Australia is a debt ticking time bomb with two million people exceeding their credit card limit since the start of the COVID-19 pandemic.
Reduced working hours from the coronavirus recession mean even more Australians are relying on plastic debt to pay their bills and buy essentials.
While Reserve Bank of Australia interest rates are at a record-low of 0.25 per cent, the big banks are still charging double-digit rates on credit cards.
Financial comparison website Finder calculated that 15 per cent of Australia’s 14million credit card users had exceeded their credit card limit during the coronavirus pandemic.
Younger people even more likely to have overdrawn on their credit card, with 26 per cent of millennials aged between 18 and 38 exceeding their limit.
Tips for dealing with credit card debt
Have a hard limit imposed that stops you from exceeding the limit
Make more regular repayments
Consider a credit card that has fixed monthly payments instead of interest charges that blocks borrowers if they miss a payment – NAB and Commonwealth launched new products this month
Women were more likely to struggle with debt, with 18 per cent of them spending on plastic beyond the limit compared with 13 per cent of men.
Among Australians of all age groups and both genders, two million people have been in financial dire straits since March, most likely owing more than $10,000 on their credit card.
Half of those people are still borrowing at a level beyond their credit card limit, a Finder survey of 1,066 people across several age groups found.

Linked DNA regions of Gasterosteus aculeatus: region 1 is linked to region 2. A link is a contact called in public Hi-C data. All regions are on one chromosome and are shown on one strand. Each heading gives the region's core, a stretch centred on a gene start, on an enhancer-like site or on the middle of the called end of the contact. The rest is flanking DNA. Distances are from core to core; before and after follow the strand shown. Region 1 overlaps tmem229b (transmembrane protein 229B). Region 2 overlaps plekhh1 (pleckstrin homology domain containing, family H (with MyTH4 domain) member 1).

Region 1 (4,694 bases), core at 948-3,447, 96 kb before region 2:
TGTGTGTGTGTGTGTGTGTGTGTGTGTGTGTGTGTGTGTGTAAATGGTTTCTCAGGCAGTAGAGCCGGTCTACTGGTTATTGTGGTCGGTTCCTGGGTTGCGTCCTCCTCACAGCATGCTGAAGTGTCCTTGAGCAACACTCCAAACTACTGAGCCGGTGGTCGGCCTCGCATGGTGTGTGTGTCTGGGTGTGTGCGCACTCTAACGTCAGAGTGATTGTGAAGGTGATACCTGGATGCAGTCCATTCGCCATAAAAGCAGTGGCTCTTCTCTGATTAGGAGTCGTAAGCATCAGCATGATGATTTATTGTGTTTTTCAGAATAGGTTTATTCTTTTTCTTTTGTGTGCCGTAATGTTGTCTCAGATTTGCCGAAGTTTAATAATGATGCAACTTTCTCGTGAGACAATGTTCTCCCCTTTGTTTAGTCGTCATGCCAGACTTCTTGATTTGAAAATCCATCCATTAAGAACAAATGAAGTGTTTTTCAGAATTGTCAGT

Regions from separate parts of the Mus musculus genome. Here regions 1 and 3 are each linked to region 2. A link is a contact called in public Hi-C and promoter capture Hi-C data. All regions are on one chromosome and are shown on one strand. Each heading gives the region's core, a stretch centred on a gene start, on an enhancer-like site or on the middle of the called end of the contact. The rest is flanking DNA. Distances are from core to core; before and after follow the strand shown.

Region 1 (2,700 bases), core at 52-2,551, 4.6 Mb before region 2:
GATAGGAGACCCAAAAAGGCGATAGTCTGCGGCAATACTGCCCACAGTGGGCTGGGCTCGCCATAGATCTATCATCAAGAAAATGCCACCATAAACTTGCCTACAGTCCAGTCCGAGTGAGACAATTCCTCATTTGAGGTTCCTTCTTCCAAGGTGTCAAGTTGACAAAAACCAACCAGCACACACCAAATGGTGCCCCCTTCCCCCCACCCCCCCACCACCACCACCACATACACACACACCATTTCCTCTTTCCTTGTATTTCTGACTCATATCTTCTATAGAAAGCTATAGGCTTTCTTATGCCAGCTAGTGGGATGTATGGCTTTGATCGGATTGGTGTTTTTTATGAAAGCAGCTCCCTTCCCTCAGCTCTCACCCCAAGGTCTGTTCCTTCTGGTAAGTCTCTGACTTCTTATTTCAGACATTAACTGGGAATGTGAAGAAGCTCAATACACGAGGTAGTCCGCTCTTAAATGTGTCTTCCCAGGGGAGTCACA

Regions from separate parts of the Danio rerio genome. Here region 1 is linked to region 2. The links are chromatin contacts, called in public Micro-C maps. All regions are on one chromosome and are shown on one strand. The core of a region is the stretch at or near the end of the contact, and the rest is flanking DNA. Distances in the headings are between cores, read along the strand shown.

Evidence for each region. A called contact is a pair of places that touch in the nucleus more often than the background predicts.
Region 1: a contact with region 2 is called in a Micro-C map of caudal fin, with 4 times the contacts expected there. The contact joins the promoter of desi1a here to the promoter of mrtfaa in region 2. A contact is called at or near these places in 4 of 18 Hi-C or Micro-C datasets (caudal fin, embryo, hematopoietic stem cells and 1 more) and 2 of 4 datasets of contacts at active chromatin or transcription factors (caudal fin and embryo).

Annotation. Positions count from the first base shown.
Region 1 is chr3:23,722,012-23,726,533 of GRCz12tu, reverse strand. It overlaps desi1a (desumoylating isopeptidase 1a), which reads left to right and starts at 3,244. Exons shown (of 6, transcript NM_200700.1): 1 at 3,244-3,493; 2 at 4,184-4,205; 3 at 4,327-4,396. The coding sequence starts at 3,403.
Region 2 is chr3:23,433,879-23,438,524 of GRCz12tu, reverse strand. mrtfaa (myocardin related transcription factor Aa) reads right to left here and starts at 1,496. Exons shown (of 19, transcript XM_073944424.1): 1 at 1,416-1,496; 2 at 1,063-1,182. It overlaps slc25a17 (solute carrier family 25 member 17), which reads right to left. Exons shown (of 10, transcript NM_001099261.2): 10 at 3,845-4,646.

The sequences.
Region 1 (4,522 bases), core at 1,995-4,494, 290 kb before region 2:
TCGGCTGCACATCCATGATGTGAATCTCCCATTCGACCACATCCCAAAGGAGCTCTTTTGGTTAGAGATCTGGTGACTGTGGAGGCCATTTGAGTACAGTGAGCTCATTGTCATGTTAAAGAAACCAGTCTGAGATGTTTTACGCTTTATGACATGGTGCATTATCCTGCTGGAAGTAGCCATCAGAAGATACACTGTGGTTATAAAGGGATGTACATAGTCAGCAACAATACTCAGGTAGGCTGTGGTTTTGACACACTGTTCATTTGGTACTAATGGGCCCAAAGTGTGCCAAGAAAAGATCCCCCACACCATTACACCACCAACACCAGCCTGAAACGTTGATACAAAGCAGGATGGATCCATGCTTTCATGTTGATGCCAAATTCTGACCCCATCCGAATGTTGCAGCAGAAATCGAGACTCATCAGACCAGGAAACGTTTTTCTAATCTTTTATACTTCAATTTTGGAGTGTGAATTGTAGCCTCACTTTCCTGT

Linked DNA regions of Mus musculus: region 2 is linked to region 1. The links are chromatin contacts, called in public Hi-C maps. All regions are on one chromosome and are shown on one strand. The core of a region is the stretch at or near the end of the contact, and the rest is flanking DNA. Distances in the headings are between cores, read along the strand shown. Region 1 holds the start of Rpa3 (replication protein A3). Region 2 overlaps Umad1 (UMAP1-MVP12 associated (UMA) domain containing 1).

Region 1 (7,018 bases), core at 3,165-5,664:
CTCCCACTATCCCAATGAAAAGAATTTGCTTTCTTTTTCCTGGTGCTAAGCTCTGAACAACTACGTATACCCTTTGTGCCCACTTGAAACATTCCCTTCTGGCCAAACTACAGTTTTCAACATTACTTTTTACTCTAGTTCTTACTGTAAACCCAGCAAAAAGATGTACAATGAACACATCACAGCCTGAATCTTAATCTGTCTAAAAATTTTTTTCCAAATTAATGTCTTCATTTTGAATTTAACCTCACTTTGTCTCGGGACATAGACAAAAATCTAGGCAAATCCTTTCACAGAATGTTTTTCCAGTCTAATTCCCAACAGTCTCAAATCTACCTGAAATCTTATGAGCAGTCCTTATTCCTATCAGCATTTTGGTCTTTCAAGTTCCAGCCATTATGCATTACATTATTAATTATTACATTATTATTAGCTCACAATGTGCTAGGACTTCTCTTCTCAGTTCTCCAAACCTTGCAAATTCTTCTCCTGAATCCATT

Finder’s personal finance expert Kate Browne said seven per cent of all credit card customers were still over the limit.
‘Almost one million borrowers are currently over their credit card limit and risking taking a hit to their credit score,’ she said.
‘Some people who were already in debt are now struggling to make their repayments and on top of that are relying on credit cards to pay for essentials like rent and food pushing them over their limit.’
A Finder analysis of Reserve Bank of Australia data showed average credit limits of $9,892 for every borrower.
Still, with a majority of borrowers able to service their debts, average outstanding credit card balances in July stood at $2,768.
Separate Commonwealth Bank data from its own customers showed credit card spending in the week to September 18 was 4.3 per cent higher than a year earlier.
Even credit cards from the big banks marketed as low-interest rate products incur double-digit charges.
Westpac’s Low Rate Card charges 13.74 per cent interest after a 55-day interest-free period.
Customers now have the option of interest-free credit cards that simply block a consumer from using the card if they miss a payment instead of charging them late fees.
National Australia Bank’s new StraightUp Card allows consumers to pay the same fee every month.
A consumer with a $3,000 limit incurs a $20 monthly fee on the understanding they pay off a minimum $110 each month from their Visa credit card.
This month, the Commonwealth Bank also launched a similar Neo credit card with a $3,000 limit with a fixed monthly fee instead of interest charges and late fees.
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